Israeli Arab children find it easier to learn to read Hebrew and English than
Arabic texts, as the graphic complexity makes it more difficult for the brain’s
right hemisphere to help in the reading process, whereas it does help for
reading the other two languages.
This was discovered in a series of
studies by researchers at the University of Haifa and just published in the
prestigious journal Neuropsychology.
Prof. Zohar Eviatar of the
university’s psychology department and the Edmond J. Safra Brain Research Center
for the Study of Learning Disabilities, worked with colleague Dr. Raphiq Ibrahim
to test Israeli Arab children who learned to read Arabic, Hebrew and
Their hypothesis was that Arabic print and script – which is
based on an alphabet but includes letters than have different forms whether they
appear at the beginning, middle or end of a word as well as dots as vowels – is
harder for native speakers of Arabic to learn than a different second or third
To determine whether this complexity causes perceptual
overload, the researchers carried out a series of studies comparing Arab
children’s and adults’ reading speed and accuracy in their mother tongue. They
also examined their speed and accuracy of processing Arabic, Hebrew and English
In general, the right side of the brain is the primary “language-
learner,” though it gets help from the left side. But when the graphics of the
letters are too confusing, as in written Arabic, the right brain doesn’t
Thus, while it is involved in the early reading process
for English and Hebrew, it doesn’t help much with Arabic.
The Jerusalem Post on Tuesday that in Arabic, identification of the number and
location of dots – which is crucial in differentiating among letters – is
initially a hard task for the right brain, as it is not involved in decoding the
text in the first stages of learning to read, but rather, uses global, graphic
information to identify letters.
Eviatar and Ibrahim noted that Arabic
has a number of very similar graphic symbols representing different letters and
sounds, distinguished only by very slight differences such as lines or dots, as
well as sounds that are represented by a variety of different
Hebrew, if vowelized, sounds like what you read, as does Spanish
When no vowels are given under Hebrew letters, readers have
to guess or know from experience how to pronounce the words.
vowelized Arabic is difficult to learn, said Eviatar, as every letter has at
least three and sometimes four shapes, depending on where in the word it
Children have to remember that different shapes are related to
the same sound.
The nun, yud, bet and tav sounds in Arabic have the same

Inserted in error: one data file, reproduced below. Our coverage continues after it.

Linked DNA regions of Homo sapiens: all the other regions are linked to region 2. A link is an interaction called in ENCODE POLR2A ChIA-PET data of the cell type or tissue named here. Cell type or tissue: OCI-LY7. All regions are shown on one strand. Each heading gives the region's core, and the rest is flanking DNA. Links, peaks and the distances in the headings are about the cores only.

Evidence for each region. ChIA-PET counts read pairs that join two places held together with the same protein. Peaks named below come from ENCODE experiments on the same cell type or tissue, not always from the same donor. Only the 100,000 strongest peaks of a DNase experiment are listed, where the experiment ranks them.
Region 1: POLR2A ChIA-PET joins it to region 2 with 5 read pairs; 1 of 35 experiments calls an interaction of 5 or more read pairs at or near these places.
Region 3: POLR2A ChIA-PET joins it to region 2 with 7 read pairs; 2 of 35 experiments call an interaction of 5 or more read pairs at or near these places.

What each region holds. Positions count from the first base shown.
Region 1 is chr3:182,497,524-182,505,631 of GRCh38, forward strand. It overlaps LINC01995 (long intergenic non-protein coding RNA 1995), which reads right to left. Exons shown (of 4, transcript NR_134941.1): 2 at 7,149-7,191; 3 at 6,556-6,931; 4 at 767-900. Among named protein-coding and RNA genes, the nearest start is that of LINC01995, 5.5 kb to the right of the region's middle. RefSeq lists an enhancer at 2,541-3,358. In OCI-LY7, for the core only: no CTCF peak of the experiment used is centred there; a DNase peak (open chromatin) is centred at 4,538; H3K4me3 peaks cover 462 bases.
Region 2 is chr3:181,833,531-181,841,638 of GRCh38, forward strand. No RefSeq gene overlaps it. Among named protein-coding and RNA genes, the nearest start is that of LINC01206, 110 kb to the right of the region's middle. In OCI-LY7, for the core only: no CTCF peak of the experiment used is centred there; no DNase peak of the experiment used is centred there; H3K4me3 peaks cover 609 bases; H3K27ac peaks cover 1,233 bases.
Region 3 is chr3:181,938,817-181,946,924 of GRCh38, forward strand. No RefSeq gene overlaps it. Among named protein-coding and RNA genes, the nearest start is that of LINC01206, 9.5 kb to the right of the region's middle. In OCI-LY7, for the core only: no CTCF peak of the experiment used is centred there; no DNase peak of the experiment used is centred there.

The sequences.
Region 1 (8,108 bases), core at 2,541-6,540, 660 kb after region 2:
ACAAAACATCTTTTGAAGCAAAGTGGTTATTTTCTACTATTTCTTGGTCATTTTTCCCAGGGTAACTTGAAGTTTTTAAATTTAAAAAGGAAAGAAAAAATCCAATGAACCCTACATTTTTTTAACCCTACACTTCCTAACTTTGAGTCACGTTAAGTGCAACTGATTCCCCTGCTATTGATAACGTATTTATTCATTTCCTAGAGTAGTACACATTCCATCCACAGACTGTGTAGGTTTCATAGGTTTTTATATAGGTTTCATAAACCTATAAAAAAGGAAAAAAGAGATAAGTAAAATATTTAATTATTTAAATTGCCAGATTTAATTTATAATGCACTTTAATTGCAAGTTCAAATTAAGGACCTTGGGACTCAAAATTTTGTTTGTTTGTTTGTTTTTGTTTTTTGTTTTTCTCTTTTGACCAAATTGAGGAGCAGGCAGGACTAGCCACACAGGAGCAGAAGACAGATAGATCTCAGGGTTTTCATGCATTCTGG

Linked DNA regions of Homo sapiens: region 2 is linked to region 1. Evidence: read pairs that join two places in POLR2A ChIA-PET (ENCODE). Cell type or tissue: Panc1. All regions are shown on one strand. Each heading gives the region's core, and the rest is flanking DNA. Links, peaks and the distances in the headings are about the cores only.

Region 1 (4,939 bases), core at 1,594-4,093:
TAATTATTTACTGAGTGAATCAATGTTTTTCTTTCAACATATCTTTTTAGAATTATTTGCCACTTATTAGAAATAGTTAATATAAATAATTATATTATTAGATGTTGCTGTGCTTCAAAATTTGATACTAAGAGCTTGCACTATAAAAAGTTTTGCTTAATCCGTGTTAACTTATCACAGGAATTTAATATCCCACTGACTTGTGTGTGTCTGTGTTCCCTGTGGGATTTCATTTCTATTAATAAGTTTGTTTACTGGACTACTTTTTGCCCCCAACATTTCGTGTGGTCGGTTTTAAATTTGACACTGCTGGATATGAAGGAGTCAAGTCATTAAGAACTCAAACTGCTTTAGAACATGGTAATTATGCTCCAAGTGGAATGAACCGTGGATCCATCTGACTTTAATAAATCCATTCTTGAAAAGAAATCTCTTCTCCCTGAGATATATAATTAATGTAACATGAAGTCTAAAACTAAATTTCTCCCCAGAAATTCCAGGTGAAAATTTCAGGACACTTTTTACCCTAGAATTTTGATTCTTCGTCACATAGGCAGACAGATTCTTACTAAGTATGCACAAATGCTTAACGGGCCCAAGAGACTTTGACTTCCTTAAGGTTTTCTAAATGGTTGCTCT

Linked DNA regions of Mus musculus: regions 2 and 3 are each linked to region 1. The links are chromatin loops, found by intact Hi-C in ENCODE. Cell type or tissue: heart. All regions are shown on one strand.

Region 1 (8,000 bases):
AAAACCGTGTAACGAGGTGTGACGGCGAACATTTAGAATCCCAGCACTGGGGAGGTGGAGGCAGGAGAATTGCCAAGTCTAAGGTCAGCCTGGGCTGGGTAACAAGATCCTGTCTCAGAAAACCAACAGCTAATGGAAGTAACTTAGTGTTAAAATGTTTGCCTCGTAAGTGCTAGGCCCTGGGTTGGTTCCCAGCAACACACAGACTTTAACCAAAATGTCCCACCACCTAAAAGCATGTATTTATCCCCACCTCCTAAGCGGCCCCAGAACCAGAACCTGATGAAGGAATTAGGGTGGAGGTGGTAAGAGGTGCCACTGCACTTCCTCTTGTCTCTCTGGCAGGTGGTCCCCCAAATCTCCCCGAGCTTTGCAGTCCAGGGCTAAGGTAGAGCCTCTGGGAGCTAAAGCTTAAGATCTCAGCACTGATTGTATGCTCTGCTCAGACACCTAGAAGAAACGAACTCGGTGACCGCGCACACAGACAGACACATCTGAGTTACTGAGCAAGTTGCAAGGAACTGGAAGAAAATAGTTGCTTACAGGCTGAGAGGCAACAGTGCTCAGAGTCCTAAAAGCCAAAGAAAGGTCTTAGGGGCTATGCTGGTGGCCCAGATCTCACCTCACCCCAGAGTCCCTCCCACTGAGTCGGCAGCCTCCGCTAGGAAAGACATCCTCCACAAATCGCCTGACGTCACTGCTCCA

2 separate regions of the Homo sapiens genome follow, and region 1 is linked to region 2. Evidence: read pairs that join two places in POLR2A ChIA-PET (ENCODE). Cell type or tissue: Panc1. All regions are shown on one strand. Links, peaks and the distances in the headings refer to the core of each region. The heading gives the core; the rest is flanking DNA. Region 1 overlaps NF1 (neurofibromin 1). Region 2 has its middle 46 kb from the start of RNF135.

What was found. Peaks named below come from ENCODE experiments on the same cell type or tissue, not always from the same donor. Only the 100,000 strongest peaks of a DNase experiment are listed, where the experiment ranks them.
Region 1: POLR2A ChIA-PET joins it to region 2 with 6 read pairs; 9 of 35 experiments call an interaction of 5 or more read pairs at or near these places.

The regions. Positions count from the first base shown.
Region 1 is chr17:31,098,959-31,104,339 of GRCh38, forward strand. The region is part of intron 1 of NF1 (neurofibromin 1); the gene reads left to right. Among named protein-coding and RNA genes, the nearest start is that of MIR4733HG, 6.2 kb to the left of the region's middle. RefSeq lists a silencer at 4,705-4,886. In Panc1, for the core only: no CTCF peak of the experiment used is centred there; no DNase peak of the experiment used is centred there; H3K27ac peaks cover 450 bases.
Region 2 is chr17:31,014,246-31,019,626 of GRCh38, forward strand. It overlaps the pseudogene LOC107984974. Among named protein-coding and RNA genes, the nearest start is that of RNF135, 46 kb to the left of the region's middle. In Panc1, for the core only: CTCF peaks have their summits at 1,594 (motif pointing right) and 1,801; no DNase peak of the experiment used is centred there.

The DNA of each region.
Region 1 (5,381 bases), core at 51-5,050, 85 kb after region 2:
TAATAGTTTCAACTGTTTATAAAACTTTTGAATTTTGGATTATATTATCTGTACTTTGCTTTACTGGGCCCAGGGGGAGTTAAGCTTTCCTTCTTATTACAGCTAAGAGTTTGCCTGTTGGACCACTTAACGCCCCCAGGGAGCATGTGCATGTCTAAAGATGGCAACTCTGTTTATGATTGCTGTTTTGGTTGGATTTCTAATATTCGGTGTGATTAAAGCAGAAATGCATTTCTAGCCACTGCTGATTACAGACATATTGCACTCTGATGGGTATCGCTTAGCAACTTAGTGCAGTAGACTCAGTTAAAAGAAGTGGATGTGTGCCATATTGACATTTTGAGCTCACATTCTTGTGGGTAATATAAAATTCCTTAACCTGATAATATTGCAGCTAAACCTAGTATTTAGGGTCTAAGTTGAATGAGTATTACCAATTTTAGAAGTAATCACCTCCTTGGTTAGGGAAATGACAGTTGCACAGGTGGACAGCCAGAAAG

shape but differ in the amounts of dots above or below.
have astigmatism can’t easily tell if there is one dot or not. The right
hemisphere can’t differentiate between a bet and nun sound in Arabic, but the
left side can,” Eviatar continued.
The overall findings support their
hypothesis that the complexity results in a high perceptual load, contributing
to the difficulty and slowness of processing by young Arabic readers, she
“We know that both hemispheres usually participate in the dynamic
But the language it’s written in determines how the two
sides interact,” she said.
Eviatar said that they used behavioral studies
rather than PET scans of the brain that show which parts of the brain are active
during a specific activity.
“We didn’t have the money for these scans, as
they are very expensive,” she explained.
“Children acquiring languages
other than Arabic draw on the use of both hemispheres in the first stages of
learning to read, while children starting to learn to read Arabic do not have
the participation of the right brain. Hence, it may be the case that reading
processes take longer to be automatized in Arabic,” the two stated.
native Arabic-speaking child is faced with more of a challenge, requiring more
practice and particular pedagogic effort – which demonstrates the need for
systematic professional involvement in the teaching of Arabic reading,
especially for those who have learning difficulties,” the researchers
Eviatar said she was not qualified to advise the Education
Ministry on how to ease learning to read Arabic in schools. However, she noted
that Arabic language teaching is changing for the better, thanks to advisers
like Dr. Elinor Saiegh-Haddad in the English department of Bar- Ilan University,
who is an expert member of ministry advisory committees.
The Haifa team
did not compare their findings with learning to read Japanese and Chinese, “as
we don’t have native populations for these languages. But there are many studies
on the even greater difficulty of learning these languages, since they are not
alphabetic like Hebrew and Arabic but graphic symbols representing words, not
letters representing sounds.”
In previous studies, the university
researchers showed that Arab children ages five and six function as
in Arabic because the literary Arabic they learn to read is different
common Arabic they speak; thus they deal with Arabic as Russian or
speakers learn to speak Hebrew, for example.
While the Chinese changed
reading techniques for children to make it easier to accomplish and then
presented older children with classical Chinese, Eviatar suggested that
didn’t think the Arab world would agree to simplify the written language
eliminate the dots and different forms of letters depending on where
placed in the word.